The Egypt factor

Blog | 6 June 2016

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The ambitions of the Egypt Factoring Association (EFA) are the familiar corporate aims of bigger and better. Of course. So opened the association’s chairman Gamal Moharam, targeting a doubling in membership by 2020 (currently standing is seven) and 1,000 clients up from today’s 200. He looked to Turkey as a model of development – highlighting its thriving multi-product association and central registration of documents around trade transactions.

The keynote address from Sherif Sami, chairman of the Egyptian Financial Supervisory Authority (EFSA), acknowledged the series of laws that support various receivables finance products in Egypt. A decree governing the factoring industry was introduced in 1997 and a draft new factoring law is being discussed by stockholders before presenting it to parliament. On top of this, they are about to pass a new law on leasing.

Also scheduled is clarity over movable assets as collateral and electronic registration of interest in receivables. After years of dominance by international factoring, Egypt is experiencing growth in domestic. Factors Chain International reports that in 2015 Egyptian factoring hit US$587m, a 23% increase on the previous year and now 84% of factored turnover is domestic.


Figure 1: Egypt’s factoring volumes












 Source: Factors Chain International


Low factoring product awareness

Sami recognised that once you get out of Cairo product awareness is very low and this continues to be the great challenge. Dr Zakaria Mohi El Dine (general manager/financing companies dept, EFSA) looked forward to a specific law on factoring:

  • granting certain rights to financiers around the assignment of receivables;
  • clarifying priority of claims in the event of insolvency of the seller; and
  • addressing the issue of ban on assignment clauses between buyer and seller (the law will over-rule in favour of the factor).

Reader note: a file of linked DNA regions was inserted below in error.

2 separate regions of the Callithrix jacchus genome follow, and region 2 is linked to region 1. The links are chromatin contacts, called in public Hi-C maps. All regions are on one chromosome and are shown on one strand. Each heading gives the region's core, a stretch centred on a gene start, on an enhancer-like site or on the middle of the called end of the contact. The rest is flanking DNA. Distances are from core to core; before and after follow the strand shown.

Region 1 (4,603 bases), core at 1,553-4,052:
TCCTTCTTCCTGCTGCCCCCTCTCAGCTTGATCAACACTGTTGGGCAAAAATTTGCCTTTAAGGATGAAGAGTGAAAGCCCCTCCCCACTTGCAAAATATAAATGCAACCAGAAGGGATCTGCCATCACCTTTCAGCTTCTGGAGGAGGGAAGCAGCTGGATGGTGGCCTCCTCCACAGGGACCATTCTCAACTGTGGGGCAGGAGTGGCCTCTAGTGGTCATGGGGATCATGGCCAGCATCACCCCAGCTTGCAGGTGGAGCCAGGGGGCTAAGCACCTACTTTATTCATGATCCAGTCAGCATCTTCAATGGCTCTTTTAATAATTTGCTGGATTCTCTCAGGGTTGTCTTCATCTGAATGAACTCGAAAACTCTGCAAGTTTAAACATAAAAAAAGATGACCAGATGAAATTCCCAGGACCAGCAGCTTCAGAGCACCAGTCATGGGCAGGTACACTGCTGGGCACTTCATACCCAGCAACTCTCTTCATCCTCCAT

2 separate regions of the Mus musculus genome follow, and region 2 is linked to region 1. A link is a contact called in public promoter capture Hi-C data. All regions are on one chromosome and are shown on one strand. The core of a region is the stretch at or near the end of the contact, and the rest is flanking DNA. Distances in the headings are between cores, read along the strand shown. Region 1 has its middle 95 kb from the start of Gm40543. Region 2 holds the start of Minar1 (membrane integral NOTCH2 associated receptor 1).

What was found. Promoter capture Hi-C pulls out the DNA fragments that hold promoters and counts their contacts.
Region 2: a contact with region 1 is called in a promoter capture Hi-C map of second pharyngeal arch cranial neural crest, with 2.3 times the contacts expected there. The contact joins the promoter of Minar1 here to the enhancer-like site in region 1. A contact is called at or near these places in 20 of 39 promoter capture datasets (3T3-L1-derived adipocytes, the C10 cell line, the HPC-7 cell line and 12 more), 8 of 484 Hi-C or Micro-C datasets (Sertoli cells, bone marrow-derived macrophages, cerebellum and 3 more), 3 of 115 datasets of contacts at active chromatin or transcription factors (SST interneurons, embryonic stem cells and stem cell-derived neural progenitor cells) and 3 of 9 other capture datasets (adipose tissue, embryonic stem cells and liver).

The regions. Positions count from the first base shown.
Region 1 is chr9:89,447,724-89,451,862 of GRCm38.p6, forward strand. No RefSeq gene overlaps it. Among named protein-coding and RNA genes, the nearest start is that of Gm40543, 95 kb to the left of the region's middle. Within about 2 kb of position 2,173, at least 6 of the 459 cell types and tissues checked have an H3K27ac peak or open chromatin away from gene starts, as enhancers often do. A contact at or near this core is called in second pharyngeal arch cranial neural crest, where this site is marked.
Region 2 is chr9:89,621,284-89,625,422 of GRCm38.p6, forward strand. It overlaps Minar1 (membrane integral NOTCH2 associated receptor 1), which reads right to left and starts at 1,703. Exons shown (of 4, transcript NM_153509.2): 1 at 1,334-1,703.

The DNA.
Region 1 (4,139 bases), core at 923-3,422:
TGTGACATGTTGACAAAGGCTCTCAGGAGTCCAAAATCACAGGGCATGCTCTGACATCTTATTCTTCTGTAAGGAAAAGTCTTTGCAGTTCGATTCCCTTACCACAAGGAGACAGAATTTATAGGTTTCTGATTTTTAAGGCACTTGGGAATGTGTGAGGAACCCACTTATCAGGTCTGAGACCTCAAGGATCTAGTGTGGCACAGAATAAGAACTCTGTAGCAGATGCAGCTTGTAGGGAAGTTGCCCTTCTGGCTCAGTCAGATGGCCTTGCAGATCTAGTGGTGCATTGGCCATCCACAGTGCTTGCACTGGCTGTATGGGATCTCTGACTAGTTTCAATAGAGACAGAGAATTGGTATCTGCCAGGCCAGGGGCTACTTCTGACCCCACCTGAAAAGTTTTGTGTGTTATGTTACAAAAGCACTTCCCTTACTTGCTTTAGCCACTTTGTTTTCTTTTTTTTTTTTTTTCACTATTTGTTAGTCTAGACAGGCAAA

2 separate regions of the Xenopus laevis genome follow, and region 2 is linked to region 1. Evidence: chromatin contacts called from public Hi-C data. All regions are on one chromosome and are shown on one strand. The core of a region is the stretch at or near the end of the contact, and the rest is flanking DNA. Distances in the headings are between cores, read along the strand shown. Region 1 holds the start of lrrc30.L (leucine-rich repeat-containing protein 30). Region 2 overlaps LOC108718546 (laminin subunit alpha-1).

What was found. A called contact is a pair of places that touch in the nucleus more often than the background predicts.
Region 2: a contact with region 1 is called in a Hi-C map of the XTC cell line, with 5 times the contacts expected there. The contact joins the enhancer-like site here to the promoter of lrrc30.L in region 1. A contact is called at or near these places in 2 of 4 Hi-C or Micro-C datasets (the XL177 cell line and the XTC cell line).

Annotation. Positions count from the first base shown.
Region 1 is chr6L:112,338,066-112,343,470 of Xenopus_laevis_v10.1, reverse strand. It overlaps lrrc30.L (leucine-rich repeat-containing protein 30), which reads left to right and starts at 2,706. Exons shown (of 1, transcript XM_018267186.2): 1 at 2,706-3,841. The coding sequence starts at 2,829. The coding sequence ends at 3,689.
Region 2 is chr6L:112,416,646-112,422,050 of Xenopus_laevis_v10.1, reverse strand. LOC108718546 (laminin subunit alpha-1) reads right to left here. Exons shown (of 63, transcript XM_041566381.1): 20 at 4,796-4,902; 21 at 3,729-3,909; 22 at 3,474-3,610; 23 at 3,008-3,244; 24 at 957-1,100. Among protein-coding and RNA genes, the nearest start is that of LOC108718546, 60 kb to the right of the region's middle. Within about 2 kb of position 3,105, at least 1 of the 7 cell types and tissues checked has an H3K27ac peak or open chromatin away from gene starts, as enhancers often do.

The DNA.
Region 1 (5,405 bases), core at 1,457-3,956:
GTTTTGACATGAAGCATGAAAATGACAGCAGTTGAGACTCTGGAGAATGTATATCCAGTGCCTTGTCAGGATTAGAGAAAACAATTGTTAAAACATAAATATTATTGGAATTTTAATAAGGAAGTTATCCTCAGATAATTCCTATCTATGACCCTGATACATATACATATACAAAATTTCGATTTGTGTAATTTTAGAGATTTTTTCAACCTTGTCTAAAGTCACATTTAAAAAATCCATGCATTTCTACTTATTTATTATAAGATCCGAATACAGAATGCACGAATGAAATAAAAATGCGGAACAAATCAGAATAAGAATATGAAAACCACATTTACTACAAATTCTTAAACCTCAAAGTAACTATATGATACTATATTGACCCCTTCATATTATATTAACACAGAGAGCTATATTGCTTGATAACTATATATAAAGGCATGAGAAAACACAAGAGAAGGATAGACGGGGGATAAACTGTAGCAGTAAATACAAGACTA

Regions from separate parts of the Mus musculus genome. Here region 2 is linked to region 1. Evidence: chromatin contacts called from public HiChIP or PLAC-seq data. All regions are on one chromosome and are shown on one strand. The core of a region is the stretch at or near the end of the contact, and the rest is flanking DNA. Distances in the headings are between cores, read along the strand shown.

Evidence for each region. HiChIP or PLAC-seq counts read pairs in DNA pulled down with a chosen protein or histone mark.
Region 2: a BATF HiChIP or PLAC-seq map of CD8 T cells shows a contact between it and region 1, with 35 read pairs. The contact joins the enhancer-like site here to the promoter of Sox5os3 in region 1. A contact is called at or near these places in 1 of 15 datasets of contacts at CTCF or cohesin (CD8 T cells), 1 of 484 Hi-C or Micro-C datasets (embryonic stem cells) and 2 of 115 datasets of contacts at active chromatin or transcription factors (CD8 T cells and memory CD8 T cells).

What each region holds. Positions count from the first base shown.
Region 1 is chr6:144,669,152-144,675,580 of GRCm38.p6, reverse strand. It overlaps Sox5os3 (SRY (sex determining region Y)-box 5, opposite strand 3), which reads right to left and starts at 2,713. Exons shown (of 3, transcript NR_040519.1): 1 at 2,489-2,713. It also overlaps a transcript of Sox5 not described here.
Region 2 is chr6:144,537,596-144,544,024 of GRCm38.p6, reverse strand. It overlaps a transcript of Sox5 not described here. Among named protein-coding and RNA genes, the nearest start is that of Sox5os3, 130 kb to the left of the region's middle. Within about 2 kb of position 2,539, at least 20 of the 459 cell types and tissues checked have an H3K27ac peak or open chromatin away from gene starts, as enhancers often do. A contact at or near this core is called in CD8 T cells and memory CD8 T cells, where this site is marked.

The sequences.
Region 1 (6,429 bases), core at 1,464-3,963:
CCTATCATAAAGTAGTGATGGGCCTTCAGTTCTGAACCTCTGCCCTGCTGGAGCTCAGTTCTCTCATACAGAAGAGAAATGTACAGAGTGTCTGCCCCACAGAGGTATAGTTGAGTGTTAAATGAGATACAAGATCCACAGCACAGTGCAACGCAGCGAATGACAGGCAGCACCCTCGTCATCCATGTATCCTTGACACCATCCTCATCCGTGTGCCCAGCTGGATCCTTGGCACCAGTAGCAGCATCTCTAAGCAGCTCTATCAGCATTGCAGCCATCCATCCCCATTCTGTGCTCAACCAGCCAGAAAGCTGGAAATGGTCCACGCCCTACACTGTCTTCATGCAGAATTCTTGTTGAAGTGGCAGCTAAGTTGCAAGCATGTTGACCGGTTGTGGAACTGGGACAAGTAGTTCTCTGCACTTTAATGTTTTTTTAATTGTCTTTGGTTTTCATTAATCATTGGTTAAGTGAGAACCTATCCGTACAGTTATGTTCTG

The need for knowledge transfer and repeated marketing of factoring was a common theme from speakers and delegates alike.  

The Egyptian market has bank and non-bank providers but the latter can struggle to get funding beyond the capital provided by the (regulation-specified) minority bank shareholder. Dr Shahinaz Rashid, executive director of the Financial Services Institute, sees both factoring and leasing needing to make use of securitisation as a source of funding. However a comment from the conference floor was that there was a lot of talking about securitisation, but very little actually being done.

Factoring has low rates of non-performing loans

Certainly there needs to be a greater understanding of factoring within the banks and a recognition that factors’ NPL percentages are well below 1% compared to a somewhat higher figure for the banks. Wael Badr of SAIB Bank observes that banks are only just starting to consider creditworthiness of NBFIs more positively than commercial traders. And when it comes to SMEs they have to help themselves, because, as Mohamed Magued of the board of Cairo Factors said: “the Egyptian economy has a real figure and an informal figure. The real is only 60% of the total. SMEs are vital to the Egyptian economy and its future, but SME’s inputs and outputs are not meeting the standards required by international trade”. The informality also extends to governance, structure and internal operations and hugely affects credit risks.

Support and development is available from many sources. The EFA continuously works to raise the profile of its financial solutions and the cashflow benefits of factoring receivables. The United States Agency for International Development, USAID, through its SEED project (Strengthening Entrepreneurship and Enterprise Development) focuses on micro-SMEs. The project provides technical assistance to enable young (and often female) entrepreneurs to develop their initial ideas into a viable business proposition. Ahmed Abdel Wahib, financial products senior advisor of USAID, emphasised the support they give to institutions to provide financial services and products. A senior consultant to the SEED project, Herb Willamson, expressed great enthusiasm for the role factoring can play in boosting micro, small and medium enterprises.

A fascinating and informative two days. Each one rounded off with a lunch which started at the rather late hour of 16:00. The reason became clear when it was pointed out that Ramadan starts on 6th June so the arrangement was good preparation for the fasting to come.

Peter Brinsley attended Reflections from the Egypt Factoring Association 2nd conference, Factoring Role in Financing SMEs Locally and Globally on 29 and 30 May 2016 in Cairo, Egypt

Peter Brinsley is director of trade finance consultancy, Point Forward. He can be contacted at

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